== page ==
In September 2012 the MArch Urban Design programme at The Bartlett School of Architecture embarked on a three-year project of design research titled The Mediterranean Project. During this time, a total of 15 year-long design studios, comprising over 200 students and numerous teachers, architects and researchers dedicated themselves to the following: how to use design as an instrument of social and political transformation. It set out to ask a fundamental question: after moments of social upheaval and political transformation - how do human aspirations and demands for change, survive? What sustains them, what gives them legitimacy, what lends them durability?
Based on three years of research exploring social transformation around the Mediterranean, this project set out to use the propositional nature of architecture and urban design to recompose and sustain precarious signs of change. Reaching a conclusion in late September 2015, this presentation provides an opportunity to reflect on the challenges and opportunities faced within urban design education by considering three aspects of the programme. Firstly, the kinds of problems considered relevant to design research. Secondly, the meaning and role of the project in an international educational setting. Finally, the need to re-imagine the role of the institution within a global context beyond its current form.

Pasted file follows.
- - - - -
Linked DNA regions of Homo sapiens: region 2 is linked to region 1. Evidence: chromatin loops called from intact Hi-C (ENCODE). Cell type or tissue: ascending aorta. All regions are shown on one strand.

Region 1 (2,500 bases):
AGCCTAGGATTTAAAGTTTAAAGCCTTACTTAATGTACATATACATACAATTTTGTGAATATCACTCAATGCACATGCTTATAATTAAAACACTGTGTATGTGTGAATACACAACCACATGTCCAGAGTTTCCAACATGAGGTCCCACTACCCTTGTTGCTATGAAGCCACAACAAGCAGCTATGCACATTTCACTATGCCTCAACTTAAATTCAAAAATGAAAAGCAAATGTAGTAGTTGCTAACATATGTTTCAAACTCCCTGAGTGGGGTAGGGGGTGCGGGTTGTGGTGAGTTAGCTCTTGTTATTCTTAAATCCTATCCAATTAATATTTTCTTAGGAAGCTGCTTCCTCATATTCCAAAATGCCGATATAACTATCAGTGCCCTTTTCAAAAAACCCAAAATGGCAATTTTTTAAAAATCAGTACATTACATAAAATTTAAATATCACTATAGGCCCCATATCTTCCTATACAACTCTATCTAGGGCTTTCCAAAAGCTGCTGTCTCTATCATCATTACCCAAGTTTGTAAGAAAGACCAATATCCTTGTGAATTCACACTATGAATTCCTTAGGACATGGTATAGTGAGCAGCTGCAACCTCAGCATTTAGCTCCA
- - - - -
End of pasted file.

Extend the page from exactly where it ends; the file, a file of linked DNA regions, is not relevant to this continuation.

Keynote paper by Adrian Lahoud (University College London).
Keynote Lecture and Discussion: 12.15-13.00, Thursday 17 September 2015, Darwin Lecture Theatre.